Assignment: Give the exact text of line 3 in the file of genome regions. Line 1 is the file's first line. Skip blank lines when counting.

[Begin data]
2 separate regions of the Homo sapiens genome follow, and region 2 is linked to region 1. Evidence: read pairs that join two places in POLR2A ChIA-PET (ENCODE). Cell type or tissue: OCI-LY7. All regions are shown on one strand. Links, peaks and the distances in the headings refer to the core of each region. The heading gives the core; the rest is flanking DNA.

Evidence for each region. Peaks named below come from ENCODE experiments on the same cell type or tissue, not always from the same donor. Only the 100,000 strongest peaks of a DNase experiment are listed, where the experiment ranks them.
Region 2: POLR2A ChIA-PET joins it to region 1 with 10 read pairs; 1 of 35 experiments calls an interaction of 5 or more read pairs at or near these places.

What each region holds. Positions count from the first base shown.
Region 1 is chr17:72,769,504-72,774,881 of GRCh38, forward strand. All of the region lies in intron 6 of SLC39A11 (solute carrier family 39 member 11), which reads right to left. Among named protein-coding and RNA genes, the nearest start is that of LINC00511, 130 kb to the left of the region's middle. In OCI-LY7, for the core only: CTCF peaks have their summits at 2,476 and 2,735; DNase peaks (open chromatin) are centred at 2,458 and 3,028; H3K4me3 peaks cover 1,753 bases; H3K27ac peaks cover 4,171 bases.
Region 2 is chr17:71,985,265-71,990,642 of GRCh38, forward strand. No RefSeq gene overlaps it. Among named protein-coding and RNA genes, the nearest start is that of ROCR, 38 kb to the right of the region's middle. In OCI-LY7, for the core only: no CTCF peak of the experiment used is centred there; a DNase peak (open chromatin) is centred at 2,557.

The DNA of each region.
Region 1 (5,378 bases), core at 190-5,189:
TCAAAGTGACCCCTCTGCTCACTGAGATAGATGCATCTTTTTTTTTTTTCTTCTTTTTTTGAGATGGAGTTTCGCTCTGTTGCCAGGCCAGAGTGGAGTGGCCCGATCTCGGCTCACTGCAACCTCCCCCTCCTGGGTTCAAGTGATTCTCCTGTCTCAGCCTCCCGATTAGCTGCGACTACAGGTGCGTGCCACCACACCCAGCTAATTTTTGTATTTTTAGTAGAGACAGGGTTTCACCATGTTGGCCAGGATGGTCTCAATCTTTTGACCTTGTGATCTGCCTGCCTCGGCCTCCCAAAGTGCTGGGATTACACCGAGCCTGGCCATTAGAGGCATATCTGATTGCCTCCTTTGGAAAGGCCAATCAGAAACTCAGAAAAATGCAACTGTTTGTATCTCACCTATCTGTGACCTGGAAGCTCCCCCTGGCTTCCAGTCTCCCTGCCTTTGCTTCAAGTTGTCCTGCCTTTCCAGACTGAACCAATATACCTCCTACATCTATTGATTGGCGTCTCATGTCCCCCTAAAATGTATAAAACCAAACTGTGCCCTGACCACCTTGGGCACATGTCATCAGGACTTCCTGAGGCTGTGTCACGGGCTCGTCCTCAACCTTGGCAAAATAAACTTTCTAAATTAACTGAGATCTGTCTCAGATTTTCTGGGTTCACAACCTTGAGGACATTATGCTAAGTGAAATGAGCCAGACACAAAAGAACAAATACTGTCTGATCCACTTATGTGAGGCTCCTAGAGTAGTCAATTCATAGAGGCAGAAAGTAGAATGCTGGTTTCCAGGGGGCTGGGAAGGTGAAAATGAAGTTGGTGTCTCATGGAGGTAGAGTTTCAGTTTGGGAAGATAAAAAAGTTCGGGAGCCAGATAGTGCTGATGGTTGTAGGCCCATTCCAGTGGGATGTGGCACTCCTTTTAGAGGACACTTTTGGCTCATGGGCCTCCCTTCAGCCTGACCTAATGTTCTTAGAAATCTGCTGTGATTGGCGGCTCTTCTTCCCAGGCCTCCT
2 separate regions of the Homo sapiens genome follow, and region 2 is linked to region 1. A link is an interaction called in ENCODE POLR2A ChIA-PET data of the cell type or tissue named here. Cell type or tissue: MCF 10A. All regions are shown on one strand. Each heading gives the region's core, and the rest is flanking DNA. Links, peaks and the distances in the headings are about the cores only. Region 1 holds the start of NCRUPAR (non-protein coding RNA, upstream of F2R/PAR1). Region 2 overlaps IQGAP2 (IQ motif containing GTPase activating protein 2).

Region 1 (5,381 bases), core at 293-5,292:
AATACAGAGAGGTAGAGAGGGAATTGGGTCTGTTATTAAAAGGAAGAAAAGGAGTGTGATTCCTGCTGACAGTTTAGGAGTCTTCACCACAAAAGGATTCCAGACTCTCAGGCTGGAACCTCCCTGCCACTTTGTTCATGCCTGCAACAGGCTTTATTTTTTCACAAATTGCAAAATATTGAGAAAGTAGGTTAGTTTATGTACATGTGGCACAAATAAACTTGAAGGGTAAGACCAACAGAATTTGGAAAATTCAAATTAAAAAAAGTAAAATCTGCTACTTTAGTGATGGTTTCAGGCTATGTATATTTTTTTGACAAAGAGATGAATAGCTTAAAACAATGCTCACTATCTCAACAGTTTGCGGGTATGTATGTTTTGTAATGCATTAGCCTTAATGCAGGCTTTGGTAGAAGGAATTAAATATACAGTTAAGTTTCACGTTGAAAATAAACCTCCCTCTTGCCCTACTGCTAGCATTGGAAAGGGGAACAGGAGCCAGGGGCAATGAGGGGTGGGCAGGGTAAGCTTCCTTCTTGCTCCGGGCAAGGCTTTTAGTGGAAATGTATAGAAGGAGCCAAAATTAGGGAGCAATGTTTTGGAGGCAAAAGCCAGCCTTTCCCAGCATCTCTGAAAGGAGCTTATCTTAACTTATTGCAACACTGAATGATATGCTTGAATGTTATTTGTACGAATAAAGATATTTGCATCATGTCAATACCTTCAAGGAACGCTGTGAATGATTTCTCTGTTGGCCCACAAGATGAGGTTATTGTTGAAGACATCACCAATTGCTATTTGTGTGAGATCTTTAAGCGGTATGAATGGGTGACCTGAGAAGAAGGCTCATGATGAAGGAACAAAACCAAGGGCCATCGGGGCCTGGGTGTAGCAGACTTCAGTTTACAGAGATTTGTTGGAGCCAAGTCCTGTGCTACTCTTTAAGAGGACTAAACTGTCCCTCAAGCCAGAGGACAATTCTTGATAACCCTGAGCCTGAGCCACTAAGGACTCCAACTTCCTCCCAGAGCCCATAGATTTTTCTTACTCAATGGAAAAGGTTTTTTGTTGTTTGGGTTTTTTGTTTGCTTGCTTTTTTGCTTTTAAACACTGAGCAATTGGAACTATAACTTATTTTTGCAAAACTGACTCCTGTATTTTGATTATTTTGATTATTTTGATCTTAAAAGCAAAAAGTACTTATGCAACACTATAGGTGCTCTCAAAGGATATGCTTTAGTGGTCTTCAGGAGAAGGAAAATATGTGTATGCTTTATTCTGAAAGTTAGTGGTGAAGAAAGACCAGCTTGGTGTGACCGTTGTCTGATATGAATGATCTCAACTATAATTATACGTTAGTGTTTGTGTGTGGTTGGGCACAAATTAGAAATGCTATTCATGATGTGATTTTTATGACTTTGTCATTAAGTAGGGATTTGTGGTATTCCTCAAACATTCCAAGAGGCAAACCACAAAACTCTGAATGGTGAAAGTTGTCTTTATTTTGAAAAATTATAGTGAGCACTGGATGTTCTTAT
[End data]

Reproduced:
Region 2: POLR2A ChIA-PET joins it to region 1 with 10 read pairs; 1 of 35 experiments calls an interaction of 5 or more read pairs at or near these places.